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What is CKD? The Signs and the Symptoms

What is CKD? The Signs and the Symptoms

Chronic kidney disease (CKD) is a medical condition in which your kidneys become gradually damaged over time and are not able to filter normally. The kidney filters excess fluid and waste from the blood, which is removed from the body via urine. Chronic kidney disease leads to the accumulation of excessive waste products from the blood in the body.

During early stages, CKD presents few symptoms or signs. People may not even realize they have CKD until it becomes advanced. Specific urine and blood tests are normally required to diagnose CKD.

The signs and symptoms of CKD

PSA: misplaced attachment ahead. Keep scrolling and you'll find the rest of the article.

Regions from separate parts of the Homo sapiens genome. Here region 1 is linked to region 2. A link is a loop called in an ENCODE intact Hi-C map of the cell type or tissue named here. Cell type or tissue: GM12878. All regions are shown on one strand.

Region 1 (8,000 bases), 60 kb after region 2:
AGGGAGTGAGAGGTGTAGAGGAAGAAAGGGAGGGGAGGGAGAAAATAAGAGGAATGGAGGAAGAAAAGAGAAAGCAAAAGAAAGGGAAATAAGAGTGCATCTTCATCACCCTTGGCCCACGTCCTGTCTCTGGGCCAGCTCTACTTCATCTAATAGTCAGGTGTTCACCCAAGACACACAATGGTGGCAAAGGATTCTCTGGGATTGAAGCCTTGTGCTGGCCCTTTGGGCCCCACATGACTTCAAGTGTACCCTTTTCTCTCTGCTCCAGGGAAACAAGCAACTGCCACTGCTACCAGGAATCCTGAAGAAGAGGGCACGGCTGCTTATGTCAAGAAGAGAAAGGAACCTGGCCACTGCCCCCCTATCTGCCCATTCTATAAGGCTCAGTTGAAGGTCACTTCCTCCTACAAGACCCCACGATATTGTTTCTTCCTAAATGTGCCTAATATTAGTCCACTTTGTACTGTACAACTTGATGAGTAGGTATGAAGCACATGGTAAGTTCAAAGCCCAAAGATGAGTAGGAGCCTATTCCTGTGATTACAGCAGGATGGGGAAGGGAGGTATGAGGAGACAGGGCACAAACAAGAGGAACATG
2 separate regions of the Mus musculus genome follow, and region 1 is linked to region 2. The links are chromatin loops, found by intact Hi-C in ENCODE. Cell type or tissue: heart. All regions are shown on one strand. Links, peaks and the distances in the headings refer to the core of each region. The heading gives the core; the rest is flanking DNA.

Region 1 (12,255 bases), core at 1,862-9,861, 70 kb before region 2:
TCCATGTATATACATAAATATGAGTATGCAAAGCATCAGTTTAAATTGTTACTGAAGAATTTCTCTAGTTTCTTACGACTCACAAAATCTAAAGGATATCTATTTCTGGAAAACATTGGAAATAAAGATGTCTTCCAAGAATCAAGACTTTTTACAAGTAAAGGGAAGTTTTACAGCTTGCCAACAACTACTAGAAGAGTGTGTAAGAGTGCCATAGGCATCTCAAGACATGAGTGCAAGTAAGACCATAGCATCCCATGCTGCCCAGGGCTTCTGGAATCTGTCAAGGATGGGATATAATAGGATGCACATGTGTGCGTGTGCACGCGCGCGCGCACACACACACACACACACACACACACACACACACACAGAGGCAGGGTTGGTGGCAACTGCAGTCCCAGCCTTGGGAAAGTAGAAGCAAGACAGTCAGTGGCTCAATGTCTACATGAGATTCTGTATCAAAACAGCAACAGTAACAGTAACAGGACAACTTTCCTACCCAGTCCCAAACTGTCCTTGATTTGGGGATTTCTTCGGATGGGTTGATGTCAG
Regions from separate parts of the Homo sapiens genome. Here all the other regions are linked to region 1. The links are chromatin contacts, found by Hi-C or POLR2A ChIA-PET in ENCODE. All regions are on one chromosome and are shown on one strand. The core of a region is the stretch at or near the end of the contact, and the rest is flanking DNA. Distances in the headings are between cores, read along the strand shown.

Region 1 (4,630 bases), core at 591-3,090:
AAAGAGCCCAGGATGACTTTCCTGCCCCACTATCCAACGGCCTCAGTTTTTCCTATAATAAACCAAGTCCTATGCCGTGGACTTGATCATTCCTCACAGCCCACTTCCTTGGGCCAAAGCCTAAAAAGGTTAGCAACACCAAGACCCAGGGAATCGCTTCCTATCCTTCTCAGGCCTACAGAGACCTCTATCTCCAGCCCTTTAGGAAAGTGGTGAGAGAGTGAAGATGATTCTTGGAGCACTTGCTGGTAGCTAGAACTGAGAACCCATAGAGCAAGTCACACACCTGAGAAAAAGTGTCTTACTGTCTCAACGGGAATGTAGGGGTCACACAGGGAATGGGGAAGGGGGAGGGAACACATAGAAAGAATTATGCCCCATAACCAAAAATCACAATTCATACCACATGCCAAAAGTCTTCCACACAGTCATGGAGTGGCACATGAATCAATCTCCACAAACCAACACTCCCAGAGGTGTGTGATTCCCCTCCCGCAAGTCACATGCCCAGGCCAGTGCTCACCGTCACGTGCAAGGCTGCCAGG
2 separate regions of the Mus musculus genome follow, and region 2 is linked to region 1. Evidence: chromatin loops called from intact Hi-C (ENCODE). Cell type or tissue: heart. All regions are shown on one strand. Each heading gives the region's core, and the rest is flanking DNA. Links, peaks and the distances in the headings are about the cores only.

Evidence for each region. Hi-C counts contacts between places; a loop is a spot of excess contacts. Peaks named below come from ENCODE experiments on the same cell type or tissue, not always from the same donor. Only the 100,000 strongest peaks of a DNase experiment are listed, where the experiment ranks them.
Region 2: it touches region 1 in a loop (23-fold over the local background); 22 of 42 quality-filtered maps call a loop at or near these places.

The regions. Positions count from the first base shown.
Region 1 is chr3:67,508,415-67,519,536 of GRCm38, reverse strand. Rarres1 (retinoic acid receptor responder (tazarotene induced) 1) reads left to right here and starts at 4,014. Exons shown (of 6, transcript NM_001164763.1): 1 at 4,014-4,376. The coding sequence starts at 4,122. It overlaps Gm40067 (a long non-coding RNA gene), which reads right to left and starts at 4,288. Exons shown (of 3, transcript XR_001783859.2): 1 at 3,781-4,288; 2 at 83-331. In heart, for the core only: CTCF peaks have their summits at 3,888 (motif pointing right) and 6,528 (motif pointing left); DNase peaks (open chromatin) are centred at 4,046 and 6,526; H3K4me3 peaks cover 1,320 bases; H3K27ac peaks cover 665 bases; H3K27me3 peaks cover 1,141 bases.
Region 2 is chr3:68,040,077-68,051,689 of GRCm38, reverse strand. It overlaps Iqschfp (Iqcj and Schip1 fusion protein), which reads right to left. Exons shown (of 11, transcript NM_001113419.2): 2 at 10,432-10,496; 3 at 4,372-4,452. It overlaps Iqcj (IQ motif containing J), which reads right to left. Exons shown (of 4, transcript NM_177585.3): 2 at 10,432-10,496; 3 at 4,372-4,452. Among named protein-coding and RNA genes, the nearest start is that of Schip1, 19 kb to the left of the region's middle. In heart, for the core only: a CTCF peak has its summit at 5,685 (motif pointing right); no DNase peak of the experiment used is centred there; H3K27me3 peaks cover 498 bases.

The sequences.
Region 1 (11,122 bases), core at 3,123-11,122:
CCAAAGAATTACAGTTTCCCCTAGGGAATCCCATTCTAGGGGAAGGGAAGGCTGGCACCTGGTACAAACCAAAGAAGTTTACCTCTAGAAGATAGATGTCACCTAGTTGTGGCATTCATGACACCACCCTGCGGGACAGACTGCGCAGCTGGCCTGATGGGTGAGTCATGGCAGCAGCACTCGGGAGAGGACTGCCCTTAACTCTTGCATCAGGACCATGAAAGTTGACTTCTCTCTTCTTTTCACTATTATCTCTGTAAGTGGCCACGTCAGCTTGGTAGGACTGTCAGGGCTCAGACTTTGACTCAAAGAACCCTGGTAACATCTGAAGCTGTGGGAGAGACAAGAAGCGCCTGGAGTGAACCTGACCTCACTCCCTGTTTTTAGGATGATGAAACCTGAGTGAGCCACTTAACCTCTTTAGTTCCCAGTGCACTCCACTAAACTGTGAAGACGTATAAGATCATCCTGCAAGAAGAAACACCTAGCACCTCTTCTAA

Signs and symptoms of CKD develop gradually with kidney damage. The loss of kidney function during CKD progression may cause the following symptoms:

  • Nausea

  • Vomiting

  • Weakness and fatigue

  • Reduced appetite

  • Sleep problems

  • Muscle cramps

  • Reduced mental sharpness

  • Urination

  • Swelling of lower extremities

  • Hypertension

  • Chest pain

  • Shortness of breath

Other symptoms of CKD leading to indirect health issues include:

  • Anemia

  • Risk of infection

  • Decreased appetite

  • Mineral imbalance in the blood

  • Depression and overall low quality-of-life

CKD gradually worsens with time but its progression can be slowed with treatment intervention. Without treatment, CKD results in kidney failure and predisposes the individual to increased risk of heart disease. Kidney failure requires dialysis or worse kidney transplantation. Kidney disease is one of the leading causes of mortality in the USA. Estimates suggest that over 1/3 of individuals with severe kidney dysfunction are not unaware of their disease. Frequent check-ups are the best way to monitor the health of your kidneys.


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